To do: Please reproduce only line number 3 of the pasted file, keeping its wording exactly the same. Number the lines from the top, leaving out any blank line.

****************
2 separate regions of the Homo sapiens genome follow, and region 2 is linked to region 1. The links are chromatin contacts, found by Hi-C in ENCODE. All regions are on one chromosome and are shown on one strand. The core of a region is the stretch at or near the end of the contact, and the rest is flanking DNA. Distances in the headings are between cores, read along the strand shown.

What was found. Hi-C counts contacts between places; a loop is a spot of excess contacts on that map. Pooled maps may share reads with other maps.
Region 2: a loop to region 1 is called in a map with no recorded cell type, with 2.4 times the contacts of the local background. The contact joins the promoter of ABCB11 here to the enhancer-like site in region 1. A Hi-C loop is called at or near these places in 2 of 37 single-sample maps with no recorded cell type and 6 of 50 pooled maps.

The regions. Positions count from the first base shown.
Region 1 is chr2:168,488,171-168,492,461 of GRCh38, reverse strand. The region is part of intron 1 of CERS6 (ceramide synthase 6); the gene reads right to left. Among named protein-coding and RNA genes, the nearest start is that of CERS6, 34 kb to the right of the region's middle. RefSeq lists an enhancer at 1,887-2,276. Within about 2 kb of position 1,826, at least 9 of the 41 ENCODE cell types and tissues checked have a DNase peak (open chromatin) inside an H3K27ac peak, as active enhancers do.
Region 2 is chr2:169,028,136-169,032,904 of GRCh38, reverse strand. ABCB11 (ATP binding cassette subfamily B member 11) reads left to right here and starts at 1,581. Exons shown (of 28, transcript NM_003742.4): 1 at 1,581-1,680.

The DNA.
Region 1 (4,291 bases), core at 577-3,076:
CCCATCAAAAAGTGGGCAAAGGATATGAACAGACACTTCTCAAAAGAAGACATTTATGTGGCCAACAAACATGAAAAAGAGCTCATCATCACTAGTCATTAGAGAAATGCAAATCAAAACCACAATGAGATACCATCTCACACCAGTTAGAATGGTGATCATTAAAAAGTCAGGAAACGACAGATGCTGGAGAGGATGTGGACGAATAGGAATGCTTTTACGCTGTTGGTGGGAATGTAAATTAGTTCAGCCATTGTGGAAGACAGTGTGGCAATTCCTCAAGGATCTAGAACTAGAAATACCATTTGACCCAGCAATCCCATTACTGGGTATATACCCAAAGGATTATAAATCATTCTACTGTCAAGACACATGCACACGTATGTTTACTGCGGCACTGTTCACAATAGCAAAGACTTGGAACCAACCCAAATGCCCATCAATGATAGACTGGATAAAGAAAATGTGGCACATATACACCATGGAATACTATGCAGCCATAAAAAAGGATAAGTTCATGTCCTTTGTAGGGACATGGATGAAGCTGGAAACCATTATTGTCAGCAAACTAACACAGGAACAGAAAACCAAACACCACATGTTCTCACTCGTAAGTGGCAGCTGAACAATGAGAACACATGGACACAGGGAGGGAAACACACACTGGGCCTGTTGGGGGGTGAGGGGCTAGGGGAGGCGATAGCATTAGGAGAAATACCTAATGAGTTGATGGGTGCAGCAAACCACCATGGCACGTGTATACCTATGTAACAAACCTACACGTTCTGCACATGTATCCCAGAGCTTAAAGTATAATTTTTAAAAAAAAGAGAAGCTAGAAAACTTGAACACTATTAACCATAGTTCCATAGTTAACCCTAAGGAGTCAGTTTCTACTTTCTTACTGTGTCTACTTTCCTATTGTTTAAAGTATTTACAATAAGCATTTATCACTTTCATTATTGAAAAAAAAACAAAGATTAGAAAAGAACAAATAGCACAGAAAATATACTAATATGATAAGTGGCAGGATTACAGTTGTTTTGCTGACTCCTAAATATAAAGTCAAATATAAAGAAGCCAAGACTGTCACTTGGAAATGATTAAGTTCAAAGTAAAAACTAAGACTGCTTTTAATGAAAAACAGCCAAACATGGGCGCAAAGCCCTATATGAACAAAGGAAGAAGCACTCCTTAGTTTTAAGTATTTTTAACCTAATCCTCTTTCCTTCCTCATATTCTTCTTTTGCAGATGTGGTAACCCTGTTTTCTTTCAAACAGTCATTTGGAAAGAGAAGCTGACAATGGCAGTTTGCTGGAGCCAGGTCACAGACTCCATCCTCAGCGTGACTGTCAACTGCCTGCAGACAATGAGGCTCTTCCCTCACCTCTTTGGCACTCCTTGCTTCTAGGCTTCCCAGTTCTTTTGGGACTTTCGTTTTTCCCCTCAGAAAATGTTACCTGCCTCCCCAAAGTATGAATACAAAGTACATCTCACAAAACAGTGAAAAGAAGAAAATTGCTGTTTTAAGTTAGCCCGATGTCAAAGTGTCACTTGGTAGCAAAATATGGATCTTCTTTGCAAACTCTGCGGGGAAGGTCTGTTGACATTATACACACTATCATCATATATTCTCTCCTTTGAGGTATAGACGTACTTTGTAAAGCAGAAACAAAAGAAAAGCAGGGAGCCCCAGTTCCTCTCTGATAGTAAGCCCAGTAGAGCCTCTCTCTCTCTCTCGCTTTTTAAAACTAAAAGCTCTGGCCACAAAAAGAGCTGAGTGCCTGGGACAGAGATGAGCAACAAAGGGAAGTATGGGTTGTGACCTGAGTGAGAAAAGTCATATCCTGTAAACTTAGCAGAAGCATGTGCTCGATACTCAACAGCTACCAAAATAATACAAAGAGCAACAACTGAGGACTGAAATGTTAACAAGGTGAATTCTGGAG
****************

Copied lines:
Region 2: a loop to region 1 is called in a map with no recorded cell type, with 2.4 times the contacts of the local background. The contact joins the promoter of ABCB11 here to the enhancer-like site in region 1. A Hi-C loop is called at or near these places in 2 of 37 single-sample maps with no recorded cell type and 6 of 50 pooled maps.